A while ago, I wrote a very positive (NOT) blog about my first steps with Silverlight. Since I didn’t want to make the post too long, I decided to stop at 10 points. Now, I think it’s time to write the next article with a new list of things I really hope they will fix in Silverlight.
First things first: the point of these articles is not to bash Silverlight continuously. It’s to reveal the “bad things” of Silverlight. If it really sucked, I wouldn’t even be writing this article right now. Ok, up to the flaws now, the list is long enough.
I wanted to hide a control (but keep all the existing controls in place). Do you think there is a Visibility.Hidden in Silverlight? Of course not, you can either choose for Visibility.Visible or Visibility.Collapsed. If you want to hide a control, set it’s opacity to 0. Oh, and don’t forget to disable the hit test as well, otherwise you can still interact with the invisible control.
When porting Catel, I wanted to port as much converters as possible. Most of them are WPF and Silverlight compatible. But, when a converter is not able to convert a value back, you should return Binding.DoNothing according to the documentation. What seems, Silverlight doesn’t have this, so I have to return DependencyProperty.UnsetValue. Now I had to create this class to prevent myself from writing this code everywhere:
/// Converter helper class.
public static class ConverterHelper
/// The generic <c>DoNothing</c> value, compatible with WPF and Silverlight.
public static readonly object DoNothingBindingValue =
In Catel, we also have a lot of unit tests to make sure that we don’t break functionality. One of the things we test is the PropertyHelper class that helps us setting and getting properties via reflection. In the .NET Framework, you can set a property with a private setter via PropertyInfo.SetValue. In Silverlight this is not possible. I agree with the Silverlight team to prevent it, but there are several reasons they should not have implemented it this way:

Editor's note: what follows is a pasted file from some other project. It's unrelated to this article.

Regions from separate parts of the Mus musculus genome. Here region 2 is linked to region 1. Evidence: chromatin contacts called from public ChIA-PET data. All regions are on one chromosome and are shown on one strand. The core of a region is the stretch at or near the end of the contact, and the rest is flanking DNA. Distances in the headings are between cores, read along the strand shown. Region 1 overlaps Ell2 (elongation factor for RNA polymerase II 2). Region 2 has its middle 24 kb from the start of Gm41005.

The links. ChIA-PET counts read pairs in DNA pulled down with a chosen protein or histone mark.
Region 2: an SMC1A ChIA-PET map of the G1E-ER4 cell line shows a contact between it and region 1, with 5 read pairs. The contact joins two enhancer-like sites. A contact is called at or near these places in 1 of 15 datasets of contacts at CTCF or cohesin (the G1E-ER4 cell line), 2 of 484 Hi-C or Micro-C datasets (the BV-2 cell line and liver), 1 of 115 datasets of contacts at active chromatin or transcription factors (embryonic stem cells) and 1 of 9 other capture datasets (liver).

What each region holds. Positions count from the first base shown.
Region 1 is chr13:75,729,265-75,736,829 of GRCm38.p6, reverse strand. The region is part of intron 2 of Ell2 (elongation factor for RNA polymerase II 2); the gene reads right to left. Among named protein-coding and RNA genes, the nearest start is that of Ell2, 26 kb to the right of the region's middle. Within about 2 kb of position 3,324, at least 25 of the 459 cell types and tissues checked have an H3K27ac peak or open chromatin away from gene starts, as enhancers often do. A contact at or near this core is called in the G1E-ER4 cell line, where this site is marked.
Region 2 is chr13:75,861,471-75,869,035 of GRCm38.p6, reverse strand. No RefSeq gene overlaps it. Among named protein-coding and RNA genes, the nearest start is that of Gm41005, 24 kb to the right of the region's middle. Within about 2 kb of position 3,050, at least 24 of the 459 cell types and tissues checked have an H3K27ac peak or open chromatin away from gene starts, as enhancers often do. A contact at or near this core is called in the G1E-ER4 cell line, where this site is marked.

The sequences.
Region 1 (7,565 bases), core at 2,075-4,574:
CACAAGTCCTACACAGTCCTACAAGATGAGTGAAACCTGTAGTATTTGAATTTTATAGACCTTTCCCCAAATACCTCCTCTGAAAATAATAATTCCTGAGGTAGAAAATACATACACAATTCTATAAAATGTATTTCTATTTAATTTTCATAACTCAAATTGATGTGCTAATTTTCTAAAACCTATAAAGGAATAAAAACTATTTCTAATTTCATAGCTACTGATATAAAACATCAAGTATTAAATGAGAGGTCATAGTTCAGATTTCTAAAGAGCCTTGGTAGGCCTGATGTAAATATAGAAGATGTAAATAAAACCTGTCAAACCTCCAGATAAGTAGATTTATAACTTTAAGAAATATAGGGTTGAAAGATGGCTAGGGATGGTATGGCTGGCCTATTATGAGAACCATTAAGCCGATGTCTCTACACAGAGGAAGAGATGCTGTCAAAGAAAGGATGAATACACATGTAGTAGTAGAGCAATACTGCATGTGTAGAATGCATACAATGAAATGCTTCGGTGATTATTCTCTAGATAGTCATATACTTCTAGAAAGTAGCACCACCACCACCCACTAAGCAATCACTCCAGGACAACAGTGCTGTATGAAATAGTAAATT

- Microsoft keeps telling us that Silverlight is part of the .NET Framework, or at least I got that feeling, so keep functionality the same.
- Don’t set PropertyInfo.CanWrite to true if we can’t!
I think Microsoft should really use the same unit tests for Silverlight and the .NET Framework, especially for shared libraries.
Then, you also want to know the version of your assembly, right? In the .NET Framework, one can use the Assembly.GetName() method. In Silverlight, this method is public as well, but it’s not accessible! You get a security exception (or something like that) as soon as you call the method because it’s flagged to be used by Microsoft only. Then make it internal!
Last but not least, this is one of the issues that bothers me the most. Exceptions are a great way to solve issues simply because you can log all information and then solve issues in your code (or just ignore them). A few unit tests that I wrote checked if the right exception was thrown (ArgumentNullException) for the right argument. What seems, the ArgumentNullException does not provide the ParamName property. In other words, good luck finding out which parameter was null. Happy puzzling!
Summary of issues I walked into
- No Visibility.Hidden
- No Binding.DoNothing
- PropertyInfo.GetValue and PropertyInfo.SetValue behave differently from .NET
- No Assembly.GetName()
- ArgumentNullException has no ParamName